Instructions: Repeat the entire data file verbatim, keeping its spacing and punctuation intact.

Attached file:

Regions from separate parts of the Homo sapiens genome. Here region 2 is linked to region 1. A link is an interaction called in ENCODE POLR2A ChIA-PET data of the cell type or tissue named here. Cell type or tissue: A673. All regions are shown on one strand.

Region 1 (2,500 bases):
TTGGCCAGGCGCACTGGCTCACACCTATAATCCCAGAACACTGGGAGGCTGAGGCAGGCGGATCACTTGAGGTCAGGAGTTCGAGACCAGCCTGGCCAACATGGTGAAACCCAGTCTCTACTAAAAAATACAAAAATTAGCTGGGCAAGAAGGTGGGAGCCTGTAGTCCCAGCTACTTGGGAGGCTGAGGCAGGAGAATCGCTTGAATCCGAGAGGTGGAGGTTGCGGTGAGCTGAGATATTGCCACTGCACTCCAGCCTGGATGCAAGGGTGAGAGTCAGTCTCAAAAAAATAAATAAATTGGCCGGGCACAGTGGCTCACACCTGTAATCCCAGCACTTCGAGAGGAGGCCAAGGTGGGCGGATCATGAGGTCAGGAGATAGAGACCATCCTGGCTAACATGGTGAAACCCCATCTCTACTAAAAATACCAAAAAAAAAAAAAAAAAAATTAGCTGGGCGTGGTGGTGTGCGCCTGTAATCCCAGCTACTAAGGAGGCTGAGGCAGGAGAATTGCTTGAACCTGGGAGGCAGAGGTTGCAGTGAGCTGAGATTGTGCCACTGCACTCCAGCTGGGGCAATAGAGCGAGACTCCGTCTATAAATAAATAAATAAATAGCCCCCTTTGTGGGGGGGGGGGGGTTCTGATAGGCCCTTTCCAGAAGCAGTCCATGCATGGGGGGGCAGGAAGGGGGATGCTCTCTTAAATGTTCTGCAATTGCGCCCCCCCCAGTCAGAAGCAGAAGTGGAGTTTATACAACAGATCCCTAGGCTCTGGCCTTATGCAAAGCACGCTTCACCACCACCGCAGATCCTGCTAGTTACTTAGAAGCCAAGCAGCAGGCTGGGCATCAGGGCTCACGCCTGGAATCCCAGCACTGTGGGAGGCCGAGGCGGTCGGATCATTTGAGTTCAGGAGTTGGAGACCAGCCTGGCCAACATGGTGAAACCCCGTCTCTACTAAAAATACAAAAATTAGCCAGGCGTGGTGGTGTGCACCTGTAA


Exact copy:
Regions from separate parts of the Homo sapiens genome. Here region 2 is linked to region 1. A link is an interaction called in ENCODE POLR2A ChIA-PET data of the cell type or tissue named here. Cell type or tissue: A673. All regions are shown on one strand.

Region 1 (2,500 bases):
TTGGCCAGGCGCACTGGCTCACACCTATAATCCCAGAACACTGGGAGGCTGAGGCAGGCGGATCACTTGAGGTCAGGAGTTCGAGACCAGCCTGGCCAACATGGTGAAACCCAGTCTCTACTAAAAAATACAAAAATTAGCTGGGCAAGAAGGTGGGAGCCTGTAGTCCCAGCTACTTGGGAGGCTGAGGCAGGAGAATCGCTTGAATCCGAGAGGTGGAGGTTGCGGTGAGCTGAGATATTGCCACTGCACTCCAGCCTGGATGCAAGGGTGAGAGTCAGTCTCAAAAAAATAAATAAATTGGCCGGGCACAGTGGCTCACACCTGTAATCCCAGCACTTCGAGAGGAGGCCAAGGTGGGCGGATCATGAGGTCAGGAGATAGAGACCATCCTGGCTAACATGGTGAAACCCCATCTCTACTAAAAATACCAAAAAAAAAAAAAAAAAAATTAGCTGGGCGTGGTGGTGTGCGCCTGTAATCCCAGCTACTAAGGAGGCTGAGGCAGGAGAATTGCTTGAACCTGGGAGGCAGAGGTTGCAGTGAGCTGAGATTGTGCCACTGCACTCCAGCTGGGGCAATAGAGCGAGACTCCGTCTATAAATAAATAAATAAATAGCCCCCTTTGTGGGGGGGGGGGGGTTCTGATAGGCCCTTTCCAGAAGCAGTCCATGCATGGGGGGGCAGGAAGGGGGATGCTCTCTTAAATGTTCTGCAATTGCGCCCCCCCCAGTCAGAAGCAGAAGTGGAGTTTATACAACAGATCCCTAGGCTCTGGCCTTATGCAAAGCACGCTTCACCACCACCGCAGATCCTGCTAGTTACTTAGAAGCCAAGCAGCAGGCTGGGCATCAGGGCTCACGCCTGGAATCCCAGCACTGTGGGAGGCCGAGGCGGTCGGATCATTTGAGTTCAGGAGTTGGAGACCAGCCTGGCCAACATGGTGAAACCCCGTCTCTACTAAAAATACAAAAATTAGCCAGGCGTGGTGGTGTGCACCTGTAA